The criminal justice system begins with a report that a crime has occurred. A Law enforcement investigation of a crime may begin in a number of ways. For instance, an officer may arrive to a crime scene to determine the motive of the crime. During an officer’s investigation, they may cross-examine witnesses and potential suspects to further their case. If an investigating officer acquires a sufficient amount of evidence at a particular location, they may make an effort to obtain a search warrant allowing them to search a suspect’s premises (with a Judges’ approval).
After the arrest of a suspect, Law enforcement officials will be granted 24 to 48 hours (Depending on the State) to charge the individual or release them from custody. Once a suspect is convicted of an offense, the defendant will be ordered to appear in court at which time he or she will be given the opportunity to make bail. If the defendant does not have the financial means to pay for a lawyer, the courts will assign a public defender. A preliminary hearing is required prior to trial if a defendant is charged with a felony. At this time, prosecutors are obliged to present and prove that there is an adequate amount of evidence to declare a trial. Concluding a preliminary hearing, a Judge will declare a trial provided there is a sufficient amount of evidence.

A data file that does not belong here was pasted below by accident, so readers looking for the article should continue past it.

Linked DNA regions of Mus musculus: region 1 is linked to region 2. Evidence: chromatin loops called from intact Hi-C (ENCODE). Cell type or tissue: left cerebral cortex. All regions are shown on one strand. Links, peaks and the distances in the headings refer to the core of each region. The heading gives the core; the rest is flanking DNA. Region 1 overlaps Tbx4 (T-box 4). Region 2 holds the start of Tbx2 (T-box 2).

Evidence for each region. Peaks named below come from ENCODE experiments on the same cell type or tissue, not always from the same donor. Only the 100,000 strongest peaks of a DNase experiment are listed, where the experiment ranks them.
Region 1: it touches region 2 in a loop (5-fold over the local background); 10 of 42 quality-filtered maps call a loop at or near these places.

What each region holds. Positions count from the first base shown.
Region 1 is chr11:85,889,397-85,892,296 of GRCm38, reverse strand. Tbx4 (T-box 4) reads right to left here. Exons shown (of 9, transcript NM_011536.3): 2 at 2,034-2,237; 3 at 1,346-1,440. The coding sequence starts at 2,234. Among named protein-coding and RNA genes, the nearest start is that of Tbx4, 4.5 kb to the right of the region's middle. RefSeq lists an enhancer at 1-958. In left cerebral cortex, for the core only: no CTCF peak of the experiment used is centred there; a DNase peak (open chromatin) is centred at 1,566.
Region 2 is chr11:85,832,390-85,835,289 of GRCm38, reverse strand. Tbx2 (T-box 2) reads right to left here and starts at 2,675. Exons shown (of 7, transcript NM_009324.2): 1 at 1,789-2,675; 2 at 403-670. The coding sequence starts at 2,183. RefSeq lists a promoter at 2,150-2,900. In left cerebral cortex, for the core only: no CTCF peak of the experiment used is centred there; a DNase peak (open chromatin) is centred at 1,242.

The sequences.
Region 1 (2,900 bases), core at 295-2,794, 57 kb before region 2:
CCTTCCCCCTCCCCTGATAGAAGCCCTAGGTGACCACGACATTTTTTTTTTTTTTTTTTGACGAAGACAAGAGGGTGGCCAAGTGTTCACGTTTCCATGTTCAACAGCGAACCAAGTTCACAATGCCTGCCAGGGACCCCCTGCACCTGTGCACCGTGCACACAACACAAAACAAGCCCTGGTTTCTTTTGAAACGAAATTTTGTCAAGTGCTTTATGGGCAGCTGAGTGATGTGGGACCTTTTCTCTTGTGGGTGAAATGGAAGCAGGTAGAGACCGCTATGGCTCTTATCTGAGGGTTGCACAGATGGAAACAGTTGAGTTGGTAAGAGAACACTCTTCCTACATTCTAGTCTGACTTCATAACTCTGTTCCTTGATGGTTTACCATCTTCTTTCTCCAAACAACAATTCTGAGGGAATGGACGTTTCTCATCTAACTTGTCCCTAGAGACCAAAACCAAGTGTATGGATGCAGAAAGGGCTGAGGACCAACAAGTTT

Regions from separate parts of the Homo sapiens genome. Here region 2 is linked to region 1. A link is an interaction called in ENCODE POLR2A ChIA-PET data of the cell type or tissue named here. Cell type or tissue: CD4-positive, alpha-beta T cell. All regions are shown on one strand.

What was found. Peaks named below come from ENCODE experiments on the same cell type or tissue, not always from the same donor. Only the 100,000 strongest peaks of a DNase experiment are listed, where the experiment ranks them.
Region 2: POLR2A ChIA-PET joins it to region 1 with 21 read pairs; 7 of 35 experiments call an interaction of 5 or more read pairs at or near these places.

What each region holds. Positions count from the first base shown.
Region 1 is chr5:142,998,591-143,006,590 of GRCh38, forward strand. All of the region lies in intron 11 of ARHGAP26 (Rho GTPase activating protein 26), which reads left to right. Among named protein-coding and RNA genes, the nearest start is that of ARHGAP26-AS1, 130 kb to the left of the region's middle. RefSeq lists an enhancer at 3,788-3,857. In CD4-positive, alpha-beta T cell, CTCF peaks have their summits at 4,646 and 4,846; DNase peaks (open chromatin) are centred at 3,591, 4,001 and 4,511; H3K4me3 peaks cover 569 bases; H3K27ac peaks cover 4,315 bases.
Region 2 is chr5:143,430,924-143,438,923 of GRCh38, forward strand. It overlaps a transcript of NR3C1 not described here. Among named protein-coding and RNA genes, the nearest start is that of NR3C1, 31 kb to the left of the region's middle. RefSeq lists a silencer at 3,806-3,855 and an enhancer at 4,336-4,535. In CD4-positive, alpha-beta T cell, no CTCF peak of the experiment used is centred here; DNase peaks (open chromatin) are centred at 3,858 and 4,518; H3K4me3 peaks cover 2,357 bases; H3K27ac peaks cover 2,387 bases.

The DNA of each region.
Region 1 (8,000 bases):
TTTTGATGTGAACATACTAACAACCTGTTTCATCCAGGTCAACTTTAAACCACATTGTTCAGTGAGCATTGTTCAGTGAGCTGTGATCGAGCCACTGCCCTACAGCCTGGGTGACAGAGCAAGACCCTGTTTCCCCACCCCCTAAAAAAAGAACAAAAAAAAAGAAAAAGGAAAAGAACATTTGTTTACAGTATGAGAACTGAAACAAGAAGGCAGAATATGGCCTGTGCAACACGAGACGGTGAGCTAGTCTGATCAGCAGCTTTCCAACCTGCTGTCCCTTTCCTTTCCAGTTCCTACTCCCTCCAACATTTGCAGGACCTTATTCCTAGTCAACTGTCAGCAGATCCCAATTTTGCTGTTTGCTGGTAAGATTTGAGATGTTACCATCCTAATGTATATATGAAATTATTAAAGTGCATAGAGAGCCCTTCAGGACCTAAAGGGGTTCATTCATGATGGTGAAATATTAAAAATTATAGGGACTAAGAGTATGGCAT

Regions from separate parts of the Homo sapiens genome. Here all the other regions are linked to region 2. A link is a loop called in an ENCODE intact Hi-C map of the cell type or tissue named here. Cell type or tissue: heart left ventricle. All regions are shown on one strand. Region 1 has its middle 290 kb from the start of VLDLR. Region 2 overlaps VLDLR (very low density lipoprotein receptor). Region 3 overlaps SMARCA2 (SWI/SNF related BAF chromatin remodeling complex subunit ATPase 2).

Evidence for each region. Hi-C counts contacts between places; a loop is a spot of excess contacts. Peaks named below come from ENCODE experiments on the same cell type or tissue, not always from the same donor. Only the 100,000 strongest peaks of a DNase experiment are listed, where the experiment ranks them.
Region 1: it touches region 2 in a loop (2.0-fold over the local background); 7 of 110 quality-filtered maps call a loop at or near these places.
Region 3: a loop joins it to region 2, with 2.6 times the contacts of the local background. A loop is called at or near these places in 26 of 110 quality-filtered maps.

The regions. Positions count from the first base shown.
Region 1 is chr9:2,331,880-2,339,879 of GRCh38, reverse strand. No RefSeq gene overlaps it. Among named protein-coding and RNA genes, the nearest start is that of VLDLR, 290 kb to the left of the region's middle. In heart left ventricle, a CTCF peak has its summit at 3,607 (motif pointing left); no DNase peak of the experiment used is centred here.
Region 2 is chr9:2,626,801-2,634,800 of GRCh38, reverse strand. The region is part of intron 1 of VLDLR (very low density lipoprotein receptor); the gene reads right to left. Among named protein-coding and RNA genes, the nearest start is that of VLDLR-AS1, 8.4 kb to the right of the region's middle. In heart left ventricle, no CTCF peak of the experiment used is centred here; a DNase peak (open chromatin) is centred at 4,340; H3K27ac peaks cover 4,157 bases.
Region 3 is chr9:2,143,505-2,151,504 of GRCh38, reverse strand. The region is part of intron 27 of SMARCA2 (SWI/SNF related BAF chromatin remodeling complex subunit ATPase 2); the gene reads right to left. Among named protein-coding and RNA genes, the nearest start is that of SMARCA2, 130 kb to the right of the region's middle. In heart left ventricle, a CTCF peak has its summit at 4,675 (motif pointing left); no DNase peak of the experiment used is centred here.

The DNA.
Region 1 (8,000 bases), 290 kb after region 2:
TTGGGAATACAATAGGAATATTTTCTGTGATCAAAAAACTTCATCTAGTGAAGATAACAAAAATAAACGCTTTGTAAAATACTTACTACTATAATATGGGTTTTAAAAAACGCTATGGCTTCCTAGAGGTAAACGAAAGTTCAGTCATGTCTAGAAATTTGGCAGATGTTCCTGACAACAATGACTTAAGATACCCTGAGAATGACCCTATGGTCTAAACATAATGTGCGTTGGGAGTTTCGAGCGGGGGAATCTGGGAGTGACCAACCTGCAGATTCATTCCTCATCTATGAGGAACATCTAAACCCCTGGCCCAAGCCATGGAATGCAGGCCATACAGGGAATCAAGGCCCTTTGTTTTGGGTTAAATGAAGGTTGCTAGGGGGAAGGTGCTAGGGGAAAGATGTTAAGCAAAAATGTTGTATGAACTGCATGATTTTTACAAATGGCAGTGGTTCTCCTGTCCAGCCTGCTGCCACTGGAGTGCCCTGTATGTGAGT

Subsequent to a preliminary hearing, the following court appearance is an arraignment. Arraignments may commence immediately following a preliminary hearing or may be rescheduled for a future date. During an arraignment a defendant is given the opportunity to plead “Guilty” or “Not Guilty”. If a defendant pleads guilty to charges, said defendant will be given a sentencing date.
A pre trial is a plea negotiation opening for both a defendant and prosecutor. It can be a window for both parties to discuss the permissibility of evidence. Once a trial commences it is the prosecutor’s duty to convict a defendant without any...
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